Saturday, March 17, 2007
Since when have the Irish relished cricket?
Meanwhile it's a good day to be a Bengali.
Also Mandira Bedi has been highly unimpressive this year.
Friday, March 16, 2007
A little education puts a lot of 'notions' into our heads. But pray tell me how can the screen accommodate anything other than pictures and sounds?
Monday, March 05, 2007
Can you define?
Just to revive an old discussion (for which I cannot be bothered to dig up permalinks from the archives), what do you think are the differences between:
1. what a screenwriter does, and what a director does?
2. what a director does, and what a producer does?
Not too many people in 'the industry' seem to know the answers, especially those who think they do. And while on the topic of wholesome ignoramuses, please stop calling production managers, production designers. That does not sound cool, that is merely being stupid!
Saturday, March 03, 2007
A desk-top I desperately need
Seen something similar twice before: one a video of some Canadian (I think) college guys demonstrating a lab project, second in Spielberg's Minority Report.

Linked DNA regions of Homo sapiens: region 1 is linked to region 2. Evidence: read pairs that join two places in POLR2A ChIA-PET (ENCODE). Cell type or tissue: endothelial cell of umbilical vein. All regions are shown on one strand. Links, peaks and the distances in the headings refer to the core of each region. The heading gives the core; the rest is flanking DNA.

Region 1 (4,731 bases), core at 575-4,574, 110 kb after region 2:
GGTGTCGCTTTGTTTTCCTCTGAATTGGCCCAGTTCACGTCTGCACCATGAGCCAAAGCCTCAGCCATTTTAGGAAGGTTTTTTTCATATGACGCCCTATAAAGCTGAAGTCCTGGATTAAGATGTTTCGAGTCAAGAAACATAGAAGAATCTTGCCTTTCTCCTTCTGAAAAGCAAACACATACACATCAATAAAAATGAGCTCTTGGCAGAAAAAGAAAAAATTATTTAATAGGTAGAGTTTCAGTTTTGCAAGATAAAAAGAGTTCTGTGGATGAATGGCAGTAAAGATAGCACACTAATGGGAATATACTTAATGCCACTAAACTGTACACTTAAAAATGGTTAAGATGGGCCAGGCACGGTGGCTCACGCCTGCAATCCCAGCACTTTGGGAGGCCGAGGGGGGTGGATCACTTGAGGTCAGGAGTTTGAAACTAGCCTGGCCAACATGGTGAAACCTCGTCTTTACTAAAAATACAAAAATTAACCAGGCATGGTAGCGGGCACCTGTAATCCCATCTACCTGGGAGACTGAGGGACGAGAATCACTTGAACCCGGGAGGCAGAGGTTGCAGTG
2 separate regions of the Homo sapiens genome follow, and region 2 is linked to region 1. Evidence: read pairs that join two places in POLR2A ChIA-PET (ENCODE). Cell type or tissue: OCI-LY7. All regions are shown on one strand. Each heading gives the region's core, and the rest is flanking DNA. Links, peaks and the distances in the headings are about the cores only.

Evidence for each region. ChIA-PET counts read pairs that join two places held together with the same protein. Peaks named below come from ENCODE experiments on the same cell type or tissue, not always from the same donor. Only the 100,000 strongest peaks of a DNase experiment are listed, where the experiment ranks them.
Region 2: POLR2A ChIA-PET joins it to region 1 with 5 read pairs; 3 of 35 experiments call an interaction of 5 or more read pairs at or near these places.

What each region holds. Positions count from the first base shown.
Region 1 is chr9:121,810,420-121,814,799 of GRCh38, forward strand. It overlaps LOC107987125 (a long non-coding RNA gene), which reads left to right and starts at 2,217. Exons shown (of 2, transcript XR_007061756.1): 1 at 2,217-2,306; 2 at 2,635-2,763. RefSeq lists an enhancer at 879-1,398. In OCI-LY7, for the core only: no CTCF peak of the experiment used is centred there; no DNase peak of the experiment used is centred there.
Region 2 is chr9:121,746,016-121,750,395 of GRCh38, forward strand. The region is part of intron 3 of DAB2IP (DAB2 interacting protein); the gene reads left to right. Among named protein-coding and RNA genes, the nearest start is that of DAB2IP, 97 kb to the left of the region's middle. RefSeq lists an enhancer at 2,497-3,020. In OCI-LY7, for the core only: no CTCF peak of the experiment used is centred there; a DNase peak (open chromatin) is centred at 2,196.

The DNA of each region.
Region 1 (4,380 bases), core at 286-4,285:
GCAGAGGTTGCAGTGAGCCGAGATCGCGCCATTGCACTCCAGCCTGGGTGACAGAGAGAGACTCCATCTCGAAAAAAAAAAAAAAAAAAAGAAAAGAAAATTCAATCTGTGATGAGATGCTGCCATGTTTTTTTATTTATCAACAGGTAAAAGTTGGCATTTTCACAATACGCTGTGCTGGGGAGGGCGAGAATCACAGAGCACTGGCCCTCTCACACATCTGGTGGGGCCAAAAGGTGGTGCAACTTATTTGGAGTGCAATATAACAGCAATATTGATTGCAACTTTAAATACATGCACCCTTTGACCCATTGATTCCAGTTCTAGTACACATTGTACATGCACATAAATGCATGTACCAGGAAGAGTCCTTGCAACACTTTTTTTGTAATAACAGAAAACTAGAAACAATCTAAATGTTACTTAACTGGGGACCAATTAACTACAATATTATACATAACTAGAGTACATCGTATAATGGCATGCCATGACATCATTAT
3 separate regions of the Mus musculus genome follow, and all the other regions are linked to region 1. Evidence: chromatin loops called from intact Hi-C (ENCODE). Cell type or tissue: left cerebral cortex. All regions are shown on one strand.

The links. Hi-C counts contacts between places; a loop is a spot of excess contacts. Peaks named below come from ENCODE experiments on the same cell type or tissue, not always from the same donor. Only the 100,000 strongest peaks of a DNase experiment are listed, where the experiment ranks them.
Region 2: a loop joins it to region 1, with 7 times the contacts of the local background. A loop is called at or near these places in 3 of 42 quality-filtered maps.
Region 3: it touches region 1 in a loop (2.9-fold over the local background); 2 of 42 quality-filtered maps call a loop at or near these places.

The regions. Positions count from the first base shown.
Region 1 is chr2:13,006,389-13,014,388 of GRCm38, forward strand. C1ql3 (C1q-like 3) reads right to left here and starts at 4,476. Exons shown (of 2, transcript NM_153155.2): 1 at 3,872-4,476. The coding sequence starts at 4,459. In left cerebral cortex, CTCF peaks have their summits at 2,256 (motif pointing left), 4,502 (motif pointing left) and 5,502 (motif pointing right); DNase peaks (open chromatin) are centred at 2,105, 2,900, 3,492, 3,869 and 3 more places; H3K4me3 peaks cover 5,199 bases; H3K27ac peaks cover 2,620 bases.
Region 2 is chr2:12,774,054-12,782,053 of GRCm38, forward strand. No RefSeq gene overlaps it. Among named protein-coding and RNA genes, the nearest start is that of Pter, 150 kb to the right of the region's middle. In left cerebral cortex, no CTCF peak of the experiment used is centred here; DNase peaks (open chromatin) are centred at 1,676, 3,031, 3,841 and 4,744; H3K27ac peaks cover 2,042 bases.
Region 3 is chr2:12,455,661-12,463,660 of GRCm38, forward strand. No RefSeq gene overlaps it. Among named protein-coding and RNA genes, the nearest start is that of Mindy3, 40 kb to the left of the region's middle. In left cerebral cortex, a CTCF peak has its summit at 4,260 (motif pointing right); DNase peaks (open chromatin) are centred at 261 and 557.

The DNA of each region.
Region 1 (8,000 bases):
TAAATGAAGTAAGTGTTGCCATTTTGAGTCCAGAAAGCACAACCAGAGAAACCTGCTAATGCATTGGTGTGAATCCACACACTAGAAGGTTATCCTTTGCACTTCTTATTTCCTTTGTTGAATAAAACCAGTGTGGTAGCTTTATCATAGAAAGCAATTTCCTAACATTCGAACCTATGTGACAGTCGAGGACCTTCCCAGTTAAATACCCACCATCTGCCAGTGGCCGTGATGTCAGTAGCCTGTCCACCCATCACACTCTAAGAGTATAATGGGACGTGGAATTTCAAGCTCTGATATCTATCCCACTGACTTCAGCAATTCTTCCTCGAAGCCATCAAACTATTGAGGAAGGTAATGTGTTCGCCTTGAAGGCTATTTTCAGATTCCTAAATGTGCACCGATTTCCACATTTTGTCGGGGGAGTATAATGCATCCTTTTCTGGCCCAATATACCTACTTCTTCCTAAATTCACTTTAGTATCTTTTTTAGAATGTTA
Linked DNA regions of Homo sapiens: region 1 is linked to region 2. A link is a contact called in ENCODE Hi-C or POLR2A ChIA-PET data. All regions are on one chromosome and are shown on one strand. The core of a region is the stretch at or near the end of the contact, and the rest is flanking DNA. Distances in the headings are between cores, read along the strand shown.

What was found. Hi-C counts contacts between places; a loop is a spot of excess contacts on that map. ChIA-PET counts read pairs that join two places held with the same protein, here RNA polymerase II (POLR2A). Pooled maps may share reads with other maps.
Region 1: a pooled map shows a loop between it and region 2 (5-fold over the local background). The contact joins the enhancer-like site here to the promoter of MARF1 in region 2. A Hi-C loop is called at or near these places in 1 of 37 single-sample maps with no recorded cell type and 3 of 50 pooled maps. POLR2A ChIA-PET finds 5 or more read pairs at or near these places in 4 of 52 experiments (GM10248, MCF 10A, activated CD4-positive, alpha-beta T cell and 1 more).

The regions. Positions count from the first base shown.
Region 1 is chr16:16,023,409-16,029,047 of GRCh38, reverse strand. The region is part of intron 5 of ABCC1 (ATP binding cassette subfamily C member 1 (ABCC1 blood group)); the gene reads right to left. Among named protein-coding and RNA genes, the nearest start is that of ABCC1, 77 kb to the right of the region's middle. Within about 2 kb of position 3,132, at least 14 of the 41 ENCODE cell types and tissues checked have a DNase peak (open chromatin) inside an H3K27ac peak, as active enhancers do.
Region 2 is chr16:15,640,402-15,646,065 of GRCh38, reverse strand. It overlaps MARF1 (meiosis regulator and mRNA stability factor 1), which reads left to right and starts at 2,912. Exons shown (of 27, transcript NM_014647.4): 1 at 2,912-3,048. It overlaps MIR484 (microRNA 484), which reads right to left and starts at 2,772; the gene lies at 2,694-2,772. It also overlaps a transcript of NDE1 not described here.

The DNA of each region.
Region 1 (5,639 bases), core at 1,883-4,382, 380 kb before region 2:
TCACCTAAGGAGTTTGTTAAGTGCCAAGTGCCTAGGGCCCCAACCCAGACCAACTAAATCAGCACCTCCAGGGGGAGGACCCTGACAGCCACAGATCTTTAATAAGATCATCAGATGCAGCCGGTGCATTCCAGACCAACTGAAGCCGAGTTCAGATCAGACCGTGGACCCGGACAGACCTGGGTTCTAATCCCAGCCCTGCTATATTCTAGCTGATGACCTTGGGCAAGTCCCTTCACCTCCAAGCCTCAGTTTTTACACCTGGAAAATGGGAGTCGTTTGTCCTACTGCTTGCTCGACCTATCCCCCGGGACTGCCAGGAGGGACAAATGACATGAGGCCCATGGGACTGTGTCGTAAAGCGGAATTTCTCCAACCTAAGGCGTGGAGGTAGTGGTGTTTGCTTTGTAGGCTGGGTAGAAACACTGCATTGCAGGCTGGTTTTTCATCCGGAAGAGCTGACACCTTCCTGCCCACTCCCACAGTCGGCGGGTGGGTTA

Now, Brian Lam at Gizmodo might be right when he points to "the inverse relationship of proper ergonomics and proper viewing distance on such a setup", but in my line of work, this sort of a thing would be a godsend. So much for geeky wowdroolmultitouchwanking.
I spent a good part of last week snipping, labelling, taping, ordering, re-labelling, matching, tagging, checking, and arranging strips of paper to schedule 11-member crews (from a list of 29 persons) to work over three weeks to make 20 short films. Sometimes all that jugglery and anal attention to detail can be pretty fulfilling, Zen even; but most of the time you really feel that your desk could do with some 'memory', that you don't have to take down every little permutation down to cross-reference or reconstruct later.
This work is licensed under aCreative Commons Attribution-NonCommercial-ShareAlike 2.5 License.